I just realized what buying a new home and production management have in common. Our family is looking to buy a new house, and we have put our current home on the market. Ideally, we would like to buy our new home and sell the old one at the same time, because that way we could avoid the risk of ending up with one too many (or one too few) houses. In practice, however, doing the deals simultaneously is difficult. Therefore, my wife and I need to consider and balance the risk of having to pay two mortgages, and the risk of having to move to a rental apartment until we find the right place for the right price.
Now you might be wondering: what does this situation have to do with production management or planning? While I was contemplating homes changing owners, I started thinking about material flow through a production plant. I realized that in both cases the ideal is the same: minimize the time between buying and selling. A manufacturing company should buy its raw material as late as possible in order to minimize the cost of carrying extra raw material inventory. Likewise, manufacturing operations should be performed as late as possible to avoid accumulating work-in-process inventory. These are some of the cornerstones of Just-In-Time (JIT) production philosophy.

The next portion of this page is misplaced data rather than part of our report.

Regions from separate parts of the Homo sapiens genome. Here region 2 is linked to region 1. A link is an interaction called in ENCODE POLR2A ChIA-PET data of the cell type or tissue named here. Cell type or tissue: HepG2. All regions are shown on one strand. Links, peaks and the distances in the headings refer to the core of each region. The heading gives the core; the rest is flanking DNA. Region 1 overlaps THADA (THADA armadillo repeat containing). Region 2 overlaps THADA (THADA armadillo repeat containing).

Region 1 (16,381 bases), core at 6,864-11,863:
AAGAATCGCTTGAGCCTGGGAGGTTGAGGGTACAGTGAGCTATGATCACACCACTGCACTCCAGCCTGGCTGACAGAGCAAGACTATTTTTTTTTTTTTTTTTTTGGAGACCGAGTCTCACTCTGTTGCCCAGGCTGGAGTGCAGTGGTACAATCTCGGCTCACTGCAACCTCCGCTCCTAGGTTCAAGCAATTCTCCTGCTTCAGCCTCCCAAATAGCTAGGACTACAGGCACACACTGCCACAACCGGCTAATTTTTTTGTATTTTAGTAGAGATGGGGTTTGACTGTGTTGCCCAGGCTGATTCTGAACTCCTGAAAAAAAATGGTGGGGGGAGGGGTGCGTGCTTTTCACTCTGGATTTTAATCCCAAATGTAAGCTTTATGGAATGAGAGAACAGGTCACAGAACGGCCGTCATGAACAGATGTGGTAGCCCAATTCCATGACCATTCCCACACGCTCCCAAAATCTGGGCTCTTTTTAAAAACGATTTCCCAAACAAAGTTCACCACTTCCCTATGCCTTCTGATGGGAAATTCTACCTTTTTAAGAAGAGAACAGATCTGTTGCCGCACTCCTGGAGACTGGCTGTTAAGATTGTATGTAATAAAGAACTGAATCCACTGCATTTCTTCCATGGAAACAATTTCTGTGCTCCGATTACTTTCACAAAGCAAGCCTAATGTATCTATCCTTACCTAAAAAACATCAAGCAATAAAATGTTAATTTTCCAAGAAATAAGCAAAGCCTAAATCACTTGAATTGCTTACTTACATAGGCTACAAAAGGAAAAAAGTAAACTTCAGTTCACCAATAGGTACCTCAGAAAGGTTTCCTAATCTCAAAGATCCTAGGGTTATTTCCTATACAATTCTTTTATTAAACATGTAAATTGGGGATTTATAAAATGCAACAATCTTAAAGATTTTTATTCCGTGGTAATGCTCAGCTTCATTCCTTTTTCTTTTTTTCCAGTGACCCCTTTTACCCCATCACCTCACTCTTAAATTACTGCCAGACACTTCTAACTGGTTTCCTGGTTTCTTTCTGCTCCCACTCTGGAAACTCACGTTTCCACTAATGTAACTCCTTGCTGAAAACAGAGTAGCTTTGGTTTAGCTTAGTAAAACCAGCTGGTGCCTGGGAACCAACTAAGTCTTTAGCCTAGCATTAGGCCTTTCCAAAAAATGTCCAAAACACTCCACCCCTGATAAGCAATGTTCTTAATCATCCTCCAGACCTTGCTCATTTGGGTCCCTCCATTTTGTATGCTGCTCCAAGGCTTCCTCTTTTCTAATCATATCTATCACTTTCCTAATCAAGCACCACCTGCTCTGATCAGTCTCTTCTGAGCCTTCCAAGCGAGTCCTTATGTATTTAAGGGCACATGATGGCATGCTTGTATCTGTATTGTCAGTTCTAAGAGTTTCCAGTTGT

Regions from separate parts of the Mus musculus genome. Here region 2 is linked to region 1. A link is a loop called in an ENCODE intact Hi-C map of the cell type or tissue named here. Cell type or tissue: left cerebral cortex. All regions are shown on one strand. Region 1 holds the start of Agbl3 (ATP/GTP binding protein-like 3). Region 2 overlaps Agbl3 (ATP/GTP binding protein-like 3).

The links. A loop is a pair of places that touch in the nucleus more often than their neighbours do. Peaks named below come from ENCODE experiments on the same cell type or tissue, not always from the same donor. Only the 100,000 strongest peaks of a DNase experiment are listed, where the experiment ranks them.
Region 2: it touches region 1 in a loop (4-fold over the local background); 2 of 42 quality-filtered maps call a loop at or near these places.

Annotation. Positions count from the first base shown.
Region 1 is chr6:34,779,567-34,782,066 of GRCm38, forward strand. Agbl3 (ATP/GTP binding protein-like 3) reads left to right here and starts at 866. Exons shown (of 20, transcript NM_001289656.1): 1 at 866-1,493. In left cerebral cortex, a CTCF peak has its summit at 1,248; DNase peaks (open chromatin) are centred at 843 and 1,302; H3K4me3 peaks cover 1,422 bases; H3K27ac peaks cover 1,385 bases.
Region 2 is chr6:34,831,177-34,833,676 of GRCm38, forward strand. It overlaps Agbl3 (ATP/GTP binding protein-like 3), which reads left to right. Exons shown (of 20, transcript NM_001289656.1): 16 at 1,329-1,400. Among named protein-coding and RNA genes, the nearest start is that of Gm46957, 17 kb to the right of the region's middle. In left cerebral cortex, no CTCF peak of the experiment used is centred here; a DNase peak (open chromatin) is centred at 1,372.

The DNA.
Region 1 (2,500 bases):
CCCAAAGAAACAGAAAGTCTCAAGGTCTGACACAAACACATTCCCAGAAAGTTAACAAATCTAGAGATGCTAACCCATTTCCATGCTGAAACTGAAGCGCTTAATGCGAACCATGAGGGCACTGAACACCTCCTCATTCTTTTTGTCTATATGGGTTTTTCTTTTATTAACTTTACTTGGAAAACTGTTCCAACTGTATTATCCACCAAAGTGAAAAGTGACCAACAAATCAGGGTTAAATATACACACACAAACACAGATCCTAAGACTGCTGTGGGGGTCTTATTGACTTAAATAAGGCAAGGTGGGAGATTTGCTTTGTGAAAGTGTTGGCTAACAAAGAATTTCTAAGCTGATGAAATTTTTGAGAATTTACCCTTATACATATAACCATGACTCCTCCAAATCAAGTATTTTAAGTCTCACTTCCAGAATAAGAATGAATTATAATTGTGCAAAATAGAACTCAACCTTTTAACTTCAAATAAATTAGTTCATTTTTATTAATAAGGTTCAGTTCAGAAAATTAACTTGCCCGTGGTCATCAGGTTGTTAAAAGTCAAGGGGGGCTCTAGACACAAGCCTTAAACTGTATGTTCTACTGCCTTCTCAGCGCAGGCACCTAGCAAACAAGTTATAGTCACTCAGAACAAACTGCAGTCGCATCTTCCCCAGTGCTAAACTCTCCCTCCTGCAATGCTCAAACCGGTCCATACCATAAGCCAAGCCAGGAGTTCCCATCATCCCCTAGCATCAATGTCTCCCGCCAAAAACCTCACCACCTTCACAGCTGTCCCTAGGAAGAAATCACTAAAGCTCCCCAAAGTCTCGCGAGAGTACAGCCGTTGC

But just as it is difficult for my family to sell our old house right at the same time as buying a new one, for many companies across various industries it is difficult to adhere to the JIT production ideal. There are many factors that prevent companies from getting rid of their inventories, including:
- Lead times demanded by customers are shorter than production lead times
- Batch production processes with large lot sizes compared to customer order sizes
- Preparing for periodic demand peaks